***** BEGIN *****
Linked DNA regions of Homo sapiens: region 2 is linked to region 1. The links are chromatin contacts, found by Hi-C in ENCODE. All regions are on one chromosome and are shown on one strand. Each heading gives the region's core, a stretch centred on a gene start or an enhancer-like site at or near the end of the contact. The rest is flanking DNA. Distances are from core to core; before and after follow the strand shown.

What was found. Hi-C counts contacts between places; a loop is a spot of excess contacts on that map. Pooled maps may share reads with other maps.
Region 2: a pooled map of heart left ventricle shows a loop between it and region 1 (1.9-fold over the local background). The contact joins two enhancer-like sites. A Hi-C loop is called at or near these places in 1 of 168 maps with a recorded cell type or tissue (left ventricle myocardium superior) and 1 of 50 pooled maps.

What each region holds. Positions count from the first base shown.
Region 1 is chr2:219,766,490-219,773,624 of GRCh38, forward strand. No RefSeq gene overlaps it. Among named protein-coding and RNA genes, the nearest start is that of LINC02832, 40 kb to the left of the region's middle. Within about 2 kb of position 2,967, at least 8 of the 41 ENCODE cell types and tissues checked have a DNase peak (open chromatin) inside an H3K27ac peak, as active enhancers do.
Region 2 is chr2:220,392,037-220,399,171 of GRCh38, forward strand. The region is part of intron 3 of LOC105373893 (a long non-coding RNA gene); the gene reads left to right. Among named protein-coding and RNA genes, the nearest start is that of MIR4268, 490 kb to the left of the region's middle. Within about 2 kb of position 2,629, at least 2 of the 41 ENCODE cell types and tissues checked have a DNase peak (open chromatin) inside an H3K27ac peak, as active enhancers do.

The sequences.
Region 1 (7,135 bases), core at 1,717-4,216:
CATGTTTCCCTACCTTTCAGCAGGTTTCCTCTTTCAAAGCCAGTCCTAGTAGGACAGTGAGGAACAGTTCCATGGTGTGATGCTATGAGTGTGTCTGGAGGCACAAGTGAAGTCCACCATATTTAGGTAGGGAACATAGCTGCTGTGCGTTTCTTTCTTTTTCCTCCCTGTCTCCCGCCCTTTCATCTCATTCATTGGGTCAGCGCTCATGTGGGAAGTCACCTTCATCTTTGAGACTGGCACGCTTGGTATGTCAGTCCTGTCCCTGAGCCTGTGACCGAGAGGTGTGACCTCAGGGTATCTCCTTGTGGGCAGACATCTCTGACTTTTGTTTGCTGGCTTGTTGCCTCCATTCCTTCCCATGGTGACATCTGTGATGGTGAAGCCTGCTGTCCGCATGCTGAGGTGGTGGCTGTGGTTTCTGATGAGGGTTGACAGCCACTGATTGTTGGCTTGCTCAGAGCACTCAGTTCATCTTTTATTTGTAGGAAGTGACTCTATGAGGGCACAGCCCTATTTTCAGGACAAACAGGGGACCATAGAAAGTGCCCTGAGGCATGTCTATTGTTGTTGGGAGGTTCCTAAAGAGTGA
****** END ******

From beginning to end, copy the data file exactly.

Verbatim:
Linked DNA regions of Homo sapiens: region 2 is linked to region 1. The links are chromatin contacts, found by Hi-C in ENCODE. All regions are on one chromosome and are shown on one strand. Each heading gives the region's core, a stretch centred on a gene start or an enhancer-like site at or near the end of the contact. The rest is flanking DNA. Distances are from core to core; before and after follow the strand shown.

What was found. Hi-C counts contacts between places; a loop is a spot of excess contacts on that map. Pooled maps may share reads with other maps.
Region 2: a pooled map of heart left ventricle shows a loop between it and region 1 (1.9-fold over the local background). The contact joins two enhancer-like sites. A Hi-C loop is called at or near these places in 1 of 168 maps with a recorded cell type or tissue (left ventricle myocardium superior) and 1 of 50 pooled maps.

What each region holds. Positions count from the first base shown.
Region 1 is chr2:219,766,490-219,773,624 of GRCh38, forward strand. No RefSeq gene overlaps it. Among named protein-coding and RNA genes, the nearest start is that of LINC02832, 40 kb to the left of the region's middle. Within about 2 kb of position 2,967, at least 8 of the 41 ENCODE cell types and tissues checked have a DNase peak (open chromatin) inside an H3K27ac peak, as active enhancers do.
Region 2 is chr2:220,392,037-220,399,171 of GRCh38, forward strand. The region is part of intron 3 of LOC105373893 (a long non-coding RNA gene); the gene reads left to right. Among named protein-coding and RNA genes, the nearest start is that of MIR4268, 490 kb to the left of the region's middle. Within about 2 kb of position 2,629, at least 2 of the 41 ENCODE cell types and tissues checked have a DNase peak (open chromatin) inside an H3K27ac peak, as active enhancers do.

The sequences.
Region 1 (7,135 bases), core at 1,717-4,216:
CATGTTTCCCTACCTTTCAGCAGGTTTCCTCTTTCAAAGCCAGTCCTAGTAGGACAGTGAGGAACAGTTCCATGGTGTGATGCTATGAGTGTGTCTGGAGGCACAAGTGAAGTCCACCATATTTAGGTAGGGAACATAGCTGCTGTGCGTTTCTTTCTTTTTCCTCCCTGTCTCCCGCCCTTTCATCTCATTCATTGGGTCAGCGCTCATGTGGGAAGTCACCTTCATCTTTGAGACTGGCACGCTTGGTATGTCAGTCCTGTCCCTGAGCCTGTGACCGAGAGGTGTGACCTCAGGGTATCTCCTTGTGGGCAGACATCTCTGACTTTTGTTTGCTGGCTTGTTGCCTCCATTCCTTCCCATGGTGACATCTGTGATGGTGAAGCCTGCTGTCCGCATGCTGAGGTGGTGGCTGTGGTTTCTGATGAGGGTTGACAGCCACTGATTGTTGGCTTGCTCAGAGCACTCAGTTCATCTTTTATTTGTAGGAAGTGACTCTATGAGGGCACAGCCCTATTTTCAGGACAAACAGGGGACCATAGAAAGTGCCCTGAGGCATGTCTATTGTTGTTGGGAGGTTCCTAAAGAGTGA